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Women slowly breaking silence as #MeToo movement reaches region
SINGAPORE - It has been called the "Weinstein Effect".
Since the Hollywood scandal involving movie mogul Harvey Weinstein broke a month ago, and woman after woman - numbering about 100 now - stepped out to accuse him of sexual impropriety, the storm of allegations has not only engulfed various quarters in the West, but also swept through parts of Asia.
Last week, it was the Philippine arts and entertainment industry that got the bad rap, after several women accused two artists as well as members of popular bands of sexual misconduct.
Adrienne Onday, 19, a sociology student and activist at the University of the Philippines, started a Twitter thread to expose what she calls the "disgusting underbelly" of the Philippine music scene.
Onday said she had received sexually suggestive emojis by indie band Jensen And The Flips vocalist Jensen Gomez, 26. Young women responded to her post swiftly with similar allegations, although most wanted to remain anonymous.
One of them accused Flips guitarist Sammy Valenia, in his 20s, of trying to force himself on her inside a cab. "He kept trying to kiss me, even though I was pushing him away. But he was heavy, and I was so small," the woman wrote.
Valenia owned up to it in a Twitter post, saying he was "really sorry".
Members of two other bands, Sud and MilesExperience, were also accused of sending sexually explicit emojis, badgering minors for nude photos and making misogynistic remarks.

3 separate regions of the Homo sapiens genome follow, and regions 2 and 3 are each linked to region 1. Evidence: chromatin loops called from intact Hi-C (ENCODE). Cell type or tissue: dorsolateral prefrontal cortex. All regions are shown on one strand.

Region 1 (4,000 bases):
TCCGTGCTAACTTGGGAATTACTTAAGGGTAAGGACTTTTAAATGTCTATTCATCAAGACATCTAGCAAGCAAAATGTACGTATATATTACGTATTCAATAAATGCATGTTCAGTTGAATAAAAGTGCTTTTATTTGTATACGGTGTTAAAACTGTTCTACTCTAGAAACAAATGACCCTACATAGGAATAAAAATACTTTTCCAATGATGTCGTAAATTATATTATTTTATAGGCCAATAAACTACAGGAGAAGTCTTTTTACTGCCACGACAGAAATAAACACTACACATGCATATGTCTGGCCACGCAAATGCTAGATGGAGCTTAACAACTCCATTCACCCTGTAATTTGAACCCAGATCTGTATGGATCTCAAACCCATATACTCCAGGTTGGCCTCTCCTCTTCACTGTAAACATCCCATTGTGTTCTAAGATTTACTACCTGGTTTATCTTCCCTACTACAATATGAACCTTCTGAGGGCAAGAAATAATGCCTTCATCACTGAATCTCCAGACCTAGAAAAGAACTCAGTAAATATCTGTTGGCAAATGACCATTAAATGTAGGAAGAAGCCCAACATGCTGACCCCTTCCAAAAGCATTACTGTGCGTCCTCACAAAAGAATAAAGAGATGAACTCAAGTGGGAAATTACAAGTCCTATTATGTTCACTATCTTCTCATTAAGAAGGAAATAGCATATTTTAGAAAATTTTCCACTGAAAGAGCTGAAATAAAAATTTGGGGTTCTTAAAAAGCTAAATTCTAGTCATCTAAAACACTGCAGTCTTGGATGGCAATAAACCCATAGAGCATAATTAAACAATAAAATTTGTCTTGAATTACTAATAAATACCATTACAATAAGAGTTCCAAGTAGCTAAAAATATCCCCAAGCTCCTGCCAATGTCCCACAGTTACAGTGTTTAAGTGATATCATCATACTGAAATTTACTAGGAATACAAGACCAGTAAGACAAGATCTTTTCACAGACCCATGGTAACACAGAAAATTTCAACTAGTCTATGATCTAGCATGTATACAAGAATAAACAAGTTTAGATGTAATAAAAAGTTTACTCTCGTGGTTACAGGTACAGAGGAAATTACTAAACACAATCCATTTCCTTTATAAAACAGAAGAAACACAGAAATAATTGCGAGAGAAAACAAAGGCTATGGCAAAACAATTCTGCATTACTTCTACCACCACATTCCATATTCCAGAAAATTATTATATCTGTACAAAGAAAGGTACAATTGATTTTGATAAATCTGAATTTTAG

Similar cases have surfaced in the arts industry. A complaint has been filed against Paris-based Filipino sculptor Gaston Damag, 57, for allegedly groping a 22-year-old artist, while at least 11 women have accused digital artist Justin Remalante, 29, of sending them explicit text messages.
Women"s rights activists say while it is heartening that this growing movement in the West of victims calling out their harassers has reached this part of the world, the majority of sexual misconduct cases - including rape - still go unreported.
"Many women, rather than relive what happened to them when they report, just keep quiet. Many also think domestic violence is part of any relationship, so they don"t report it," said Joms Salvador, secretary-general of Manila-based women"s group Gabriela.
Victims who do report assault risk shaming and name-calling.
That was the case for freelance Japanese journalist Shiori Ito, 28, who went public in May this year, claiming she was raped by the former Washington bureau chief of Japanese news network, TBS News.
She alleged that Noriyuki Yamaguchi, 51, attacked her in a Tokyo hotel in 2015. He has close ties with Prime Minister Shinzo Abe.
Ito was subjected to harassment and online abuse.
Much like Japan, India"s patriarchal and conservative norms have conditioned women into tolerating sexual harassment and even rape.
But emboldened by the #MeToo online campaign, which encouraged women to talk about their experiences, some Bollywood actresses have come forward with their stories.
Kavita Krishnan, of the All India Progressive Women"s Association, said: "It (#MeToo) has had some impact and any conversation around sexual harassment is good, but I think these conversations come and go. The question is, where does it go from here."
The Straits Times/ANN